New NASA satellite to continue half a century of changing Earth observations

Natural color images from March 1999, April 2005, May 2011, and April 2021 by Landsat satellites chronicle the shrinking Lake Powell reservoir and Lower Colorado River.

Enlarge / Natural color images from March 1999, April 2005, May 2011, and April 2021 by Landsat satellites chronicle the shrinking Lake Powell reservoir and Lower Colorado River. (credit: NASA/USGS)

A Delta rocket launched the small Earth Resources Technology Satellite in July 1972 with a simple mission: to capture multi-spectral imagery of the planet and assess changes over time.

Data from the polar-orbiting satellite proved so useful that NASA and the US Geological Survey renamed the vehicle Landsat 1 in 1975, and the organizations have since launched a succession of increasingly sophisticated “Landsat” satellites to continue observations. As a result, we now have a nearly half-century long record of changes to the planet’s surface—from farms and forests to glaciers and urban areas.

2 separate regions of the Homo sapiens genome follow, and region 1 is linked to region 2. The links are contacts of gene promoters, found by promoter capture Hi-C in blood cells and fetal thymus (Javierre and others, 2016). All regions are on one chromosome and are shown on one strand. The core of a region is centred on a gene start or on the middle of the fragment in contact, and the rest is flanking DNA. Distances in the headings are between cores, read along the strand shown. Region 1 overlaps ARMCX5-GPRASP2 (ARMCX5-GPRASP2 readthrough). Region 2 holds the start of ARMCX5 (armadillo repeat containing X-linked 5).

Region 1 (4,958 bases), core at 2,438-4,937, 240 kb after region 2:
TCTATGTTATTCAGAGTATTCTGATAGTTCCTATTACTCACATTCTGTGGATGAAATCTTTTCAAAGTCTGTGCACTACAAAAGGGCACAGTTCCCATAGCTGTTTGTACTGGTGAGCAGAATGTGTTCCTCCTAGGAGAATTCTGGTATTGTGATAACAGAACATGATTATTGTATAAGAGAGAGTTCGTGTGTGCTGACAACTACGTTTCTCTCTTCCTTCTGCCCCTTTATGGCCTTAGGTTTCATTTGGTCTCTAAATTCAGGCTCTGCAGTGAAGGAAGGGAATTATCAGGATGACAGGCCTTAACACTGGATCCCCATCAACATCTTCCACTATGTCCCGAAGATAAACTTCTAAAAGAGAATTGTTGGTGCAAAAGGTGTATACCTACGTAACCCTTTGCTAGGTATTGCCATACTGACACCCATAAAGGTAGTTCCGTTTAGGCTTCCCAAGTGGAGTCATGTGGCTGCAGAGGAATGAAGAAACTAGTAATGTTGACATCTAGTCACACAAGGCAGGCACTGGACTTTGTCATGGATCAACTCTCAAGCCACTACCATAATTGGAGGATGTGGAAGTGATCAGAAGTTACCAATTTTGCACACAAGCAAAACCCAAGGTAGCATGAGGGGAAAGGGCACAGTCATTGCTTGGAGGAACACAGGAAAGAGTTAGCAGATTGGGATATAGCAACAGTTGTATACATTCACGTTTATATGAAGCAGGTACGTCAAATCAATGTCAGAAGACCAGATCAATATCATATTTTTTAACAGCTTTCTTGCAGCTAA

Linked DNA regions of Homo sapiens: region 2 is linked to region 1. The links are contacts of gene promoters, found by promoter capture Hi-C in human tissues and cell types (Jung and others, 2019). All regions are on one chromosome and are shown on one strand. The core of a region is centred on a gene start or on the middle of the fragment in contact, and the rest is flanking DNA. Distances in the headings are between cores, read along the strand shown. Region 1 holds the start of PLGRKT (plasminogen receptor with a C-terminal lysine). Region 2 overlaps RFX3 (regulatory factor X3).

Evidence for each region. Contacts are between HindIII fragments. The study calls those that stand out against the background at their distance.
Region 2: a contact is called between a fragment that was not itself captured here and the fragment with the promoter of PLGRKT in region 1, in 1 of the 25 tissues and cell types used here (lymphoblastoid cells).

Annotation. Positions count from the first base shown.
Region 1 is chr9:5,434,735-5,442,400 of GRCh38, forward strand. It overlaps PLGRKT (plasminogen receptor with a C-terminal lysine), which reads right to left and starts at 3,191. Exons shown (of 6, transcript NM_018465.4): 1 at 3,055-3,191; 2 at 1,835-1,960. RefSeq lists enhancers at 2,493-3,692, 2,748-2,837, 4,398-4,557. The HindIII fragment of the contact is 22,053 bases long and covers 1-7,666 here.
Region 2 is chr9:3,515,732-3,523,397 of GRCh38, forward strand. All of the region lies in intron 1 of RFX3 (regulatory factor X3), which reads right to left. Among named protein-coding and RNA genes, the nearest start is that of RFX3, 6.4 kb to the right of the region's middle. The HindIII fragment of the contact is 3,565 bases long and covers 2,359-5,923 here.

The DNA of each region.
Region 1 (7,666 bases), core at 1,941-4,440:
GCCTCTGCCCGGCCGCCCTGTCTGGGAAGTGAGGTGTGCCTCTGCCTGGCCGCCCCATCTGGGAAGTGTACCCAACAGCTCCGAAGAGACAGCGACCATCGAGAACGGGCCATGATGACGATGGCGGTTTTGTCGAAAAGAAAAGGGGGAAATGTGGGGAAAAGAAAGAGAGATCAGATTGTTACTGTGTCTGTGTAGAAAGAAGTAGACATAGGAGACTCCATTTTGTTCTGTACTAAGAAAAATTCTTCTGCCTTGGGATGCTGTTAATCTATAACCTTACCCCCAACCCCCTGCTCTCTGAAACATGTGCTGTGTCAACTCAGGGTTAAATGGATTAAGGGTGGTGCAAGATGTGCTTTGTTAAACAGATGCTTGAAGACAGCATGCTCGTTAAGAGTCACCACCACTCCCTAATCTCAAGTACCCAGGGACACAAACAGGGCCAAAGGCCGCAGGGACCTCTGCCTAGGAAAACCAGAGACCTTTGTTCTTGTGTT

While the data from the Landsat missions has proved invaluable, it has also been somewhat depressing. The satellites have amassed an impartial record of tropical deforestation in the Amazon, verifying the claims of environmental protection organizations. They have also cataloged increasing water scarcity in the Western United States and chronicled ice losses across the vast majority of Earth’s glaciers.

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